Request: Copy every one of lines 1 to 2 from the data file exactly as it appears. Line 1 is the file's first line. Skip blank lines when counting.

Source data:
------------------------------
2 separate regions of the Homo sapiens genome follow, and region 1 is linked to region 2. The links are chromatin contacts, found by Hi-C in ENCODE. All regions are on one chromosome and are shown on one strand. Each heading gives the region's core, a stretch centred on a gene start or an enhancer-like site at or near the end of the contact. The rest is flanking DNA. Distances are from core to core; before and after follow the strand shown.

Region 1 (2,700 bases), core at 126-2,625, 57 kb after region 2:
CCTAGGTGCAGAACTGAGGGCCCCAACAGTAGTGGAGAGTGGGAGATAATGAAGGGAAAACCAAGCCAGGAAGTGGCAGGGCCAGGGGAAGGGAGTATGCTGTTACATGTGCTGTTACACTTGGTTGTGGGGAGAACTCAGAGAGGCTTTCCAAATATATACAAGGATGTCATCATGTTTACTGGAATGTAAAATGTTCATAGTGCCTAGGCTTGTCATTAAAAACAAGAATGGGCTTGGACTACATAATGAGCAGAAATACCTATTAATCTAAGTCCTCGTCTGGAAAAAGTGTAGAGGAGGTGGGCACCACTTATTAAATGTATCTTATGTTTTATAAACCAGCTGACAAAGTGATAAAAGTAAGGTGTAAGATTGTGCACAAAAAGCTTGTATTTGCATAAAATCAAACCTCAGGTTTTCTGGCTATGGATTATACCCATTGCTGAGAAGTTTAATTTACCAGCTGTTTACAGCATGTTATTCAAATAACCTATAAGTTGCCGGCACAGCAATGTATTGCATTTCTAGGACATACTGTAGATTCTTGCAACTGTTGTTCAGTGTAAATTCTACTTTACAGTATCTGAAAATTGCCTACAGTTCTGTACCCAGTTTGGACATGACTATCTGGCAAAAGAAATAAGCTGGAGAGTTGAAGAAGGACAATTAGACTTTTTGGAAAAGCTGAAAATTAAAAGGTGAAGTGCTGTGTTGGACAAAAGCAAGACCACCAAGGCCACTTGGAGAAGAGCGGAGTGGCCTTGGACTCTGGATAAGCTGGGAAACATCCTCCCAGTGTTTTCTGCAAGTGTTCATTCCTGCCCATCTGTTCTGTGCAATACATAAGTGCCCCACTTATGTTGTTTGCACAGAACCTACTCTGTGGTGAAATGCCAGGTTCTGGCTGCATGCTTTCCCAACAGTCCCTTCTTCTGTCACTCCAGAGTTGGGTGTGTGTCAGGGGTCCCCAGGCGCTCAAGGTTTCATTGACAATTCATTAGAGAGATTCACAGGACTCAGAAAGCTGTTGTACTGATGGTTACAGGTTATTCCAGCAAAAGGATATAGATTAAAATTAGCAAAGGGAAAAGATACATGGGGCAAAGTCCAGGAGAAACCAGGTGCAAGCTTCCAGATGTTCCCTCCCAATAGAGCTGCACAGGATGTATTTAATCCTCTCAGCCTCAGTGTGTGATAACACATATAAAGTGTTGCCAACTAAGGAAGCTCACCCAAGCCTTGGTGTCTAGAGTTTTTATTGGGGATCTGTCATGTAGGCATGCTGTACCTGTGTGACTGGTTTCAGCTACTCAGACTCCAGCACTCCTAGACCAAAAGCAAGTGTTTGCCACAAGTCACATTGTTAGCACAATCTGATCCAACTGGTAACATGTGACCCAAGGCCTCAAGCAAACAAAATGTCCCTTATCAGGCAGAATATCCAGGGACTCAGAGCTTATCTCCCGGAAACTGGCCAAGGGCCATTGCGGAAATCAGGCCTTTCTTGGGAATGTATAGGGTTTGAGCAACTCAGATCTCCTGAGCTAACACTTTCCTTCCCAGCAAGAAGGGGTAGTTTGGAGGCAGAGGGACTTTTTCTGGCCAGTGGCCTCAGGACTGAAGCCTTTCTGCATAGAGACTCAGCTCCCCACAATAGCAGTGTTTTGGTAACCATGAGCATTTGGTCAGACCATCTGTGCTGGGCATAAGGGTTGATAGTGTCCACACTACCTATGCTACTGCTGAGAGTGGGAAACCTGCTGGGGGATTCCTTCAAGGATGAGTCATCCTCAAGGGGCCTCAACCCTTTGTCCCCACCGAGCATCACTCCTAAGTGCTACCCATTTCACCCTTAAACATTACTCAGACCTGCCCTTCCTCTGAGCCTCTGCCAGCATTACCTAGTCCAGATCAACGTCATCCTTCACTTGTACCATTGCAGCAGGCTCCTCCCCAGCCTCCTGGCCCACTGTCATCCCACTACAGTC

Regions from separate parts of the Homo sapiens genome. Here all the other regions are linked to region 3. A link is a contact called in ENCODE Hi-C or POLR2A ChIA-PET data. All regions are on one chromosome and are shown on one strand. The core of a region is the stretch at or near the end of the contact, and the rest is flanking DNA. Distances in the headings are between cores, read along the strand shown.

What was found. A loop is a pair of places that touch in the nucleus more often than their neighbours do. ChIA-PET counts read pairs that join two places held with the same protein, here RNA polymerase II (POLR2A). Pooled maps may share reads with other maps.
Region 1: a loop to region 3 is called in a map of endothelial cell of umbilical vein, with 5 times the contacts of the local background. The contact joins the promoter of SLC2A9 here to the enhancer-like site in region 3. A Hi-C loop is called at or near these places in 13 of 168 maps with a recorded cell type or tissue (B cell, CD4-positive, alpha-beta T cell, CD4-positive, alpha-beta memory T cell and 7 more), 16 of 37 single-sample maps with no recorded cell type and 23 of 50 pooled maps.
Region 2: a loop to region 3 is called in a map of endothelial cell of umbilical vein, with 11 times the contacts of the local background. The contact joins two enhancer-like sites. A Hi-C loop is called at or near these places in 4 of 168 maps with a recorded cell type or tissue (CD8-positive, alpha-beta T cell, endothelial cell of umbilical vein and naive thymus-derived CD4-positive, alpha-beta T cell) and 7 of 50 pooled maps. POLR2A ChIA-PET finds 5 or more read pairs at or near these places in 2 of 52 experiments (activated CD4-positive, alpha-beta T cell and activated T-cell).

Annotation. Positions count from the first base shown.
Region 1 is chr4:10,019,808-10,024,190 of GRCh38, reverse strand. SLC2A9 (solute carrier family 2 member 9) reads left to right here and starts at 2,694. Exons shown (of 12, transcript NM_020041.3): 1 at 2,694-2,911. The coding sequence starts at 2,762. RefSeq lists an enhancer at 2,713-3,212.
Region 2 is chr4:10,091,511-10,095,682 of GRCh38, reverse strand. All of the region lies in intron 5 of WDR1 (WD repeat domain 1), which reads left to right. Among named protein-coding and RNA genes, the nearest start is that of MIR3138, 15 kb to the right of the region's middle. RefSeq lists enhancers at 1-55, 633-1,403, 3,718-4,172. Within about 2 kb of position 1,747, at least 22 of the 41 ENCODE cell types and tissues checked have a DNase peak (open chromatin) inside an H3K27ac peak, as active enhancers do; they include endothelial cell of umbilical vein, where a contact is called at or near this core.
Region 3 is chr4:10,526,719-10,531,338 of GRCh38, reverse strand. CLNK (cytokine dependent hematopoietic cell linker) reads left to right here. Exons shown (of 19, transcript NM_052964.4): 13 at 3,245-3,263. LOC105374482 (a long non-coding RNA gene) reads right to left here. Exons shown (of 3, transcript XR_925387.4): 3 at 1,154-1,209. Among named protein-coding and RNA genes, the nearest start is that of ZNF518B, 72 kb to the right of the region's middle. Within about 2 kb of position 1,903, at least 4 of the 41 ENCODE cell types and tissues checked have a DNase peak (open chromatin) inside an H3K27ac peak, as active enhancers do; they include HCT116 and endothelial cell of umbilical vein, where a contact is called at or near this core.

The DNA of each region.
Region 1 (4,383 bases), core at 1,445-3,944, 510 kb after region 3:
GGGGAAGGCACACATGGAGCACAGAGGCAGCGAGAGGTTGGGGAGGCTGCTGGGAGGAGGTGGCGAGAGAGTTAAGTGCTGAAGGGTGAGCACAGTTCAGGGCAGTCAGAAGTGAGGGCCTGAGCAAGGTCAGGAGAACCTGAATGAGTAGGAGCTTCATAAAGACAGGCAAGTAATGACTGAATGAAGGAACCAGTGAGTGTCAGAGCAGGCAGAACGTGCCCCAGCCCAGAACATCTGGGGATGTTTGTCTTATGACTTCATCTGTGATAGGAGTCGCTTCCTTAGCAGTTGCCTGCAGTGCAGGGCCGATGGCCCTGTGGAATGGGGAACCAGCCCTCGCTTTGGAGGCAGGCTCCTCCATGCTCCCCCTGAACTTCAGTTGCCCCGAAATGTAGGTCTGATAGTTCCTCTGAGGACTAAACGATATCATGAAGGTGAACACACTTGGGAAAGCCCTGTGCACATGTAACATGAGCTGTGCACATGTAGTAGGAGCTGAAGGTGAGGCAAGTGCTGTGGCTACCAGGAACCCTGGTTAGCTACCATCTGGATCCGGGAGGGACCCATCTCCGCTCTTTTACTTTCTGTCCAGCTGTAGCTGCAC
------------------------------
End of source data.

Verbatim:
2 separate regions of the Homo sapiens genome follow, and region 1 is linked to region 2. The links are chromatin contacts, found by Hi-C in ENCODE. All regions are on one chromosome and are shown on one strand. Each heading gives the region's core, a stretch centred on a gene start or an enhancer-like site at or near the end of the contact. The rest is flanking DNA. Distances are from core to core; before and after follow the strand shown.

Region 1 (2,700 bases), core at 126-2,625, 57 kb after region 2: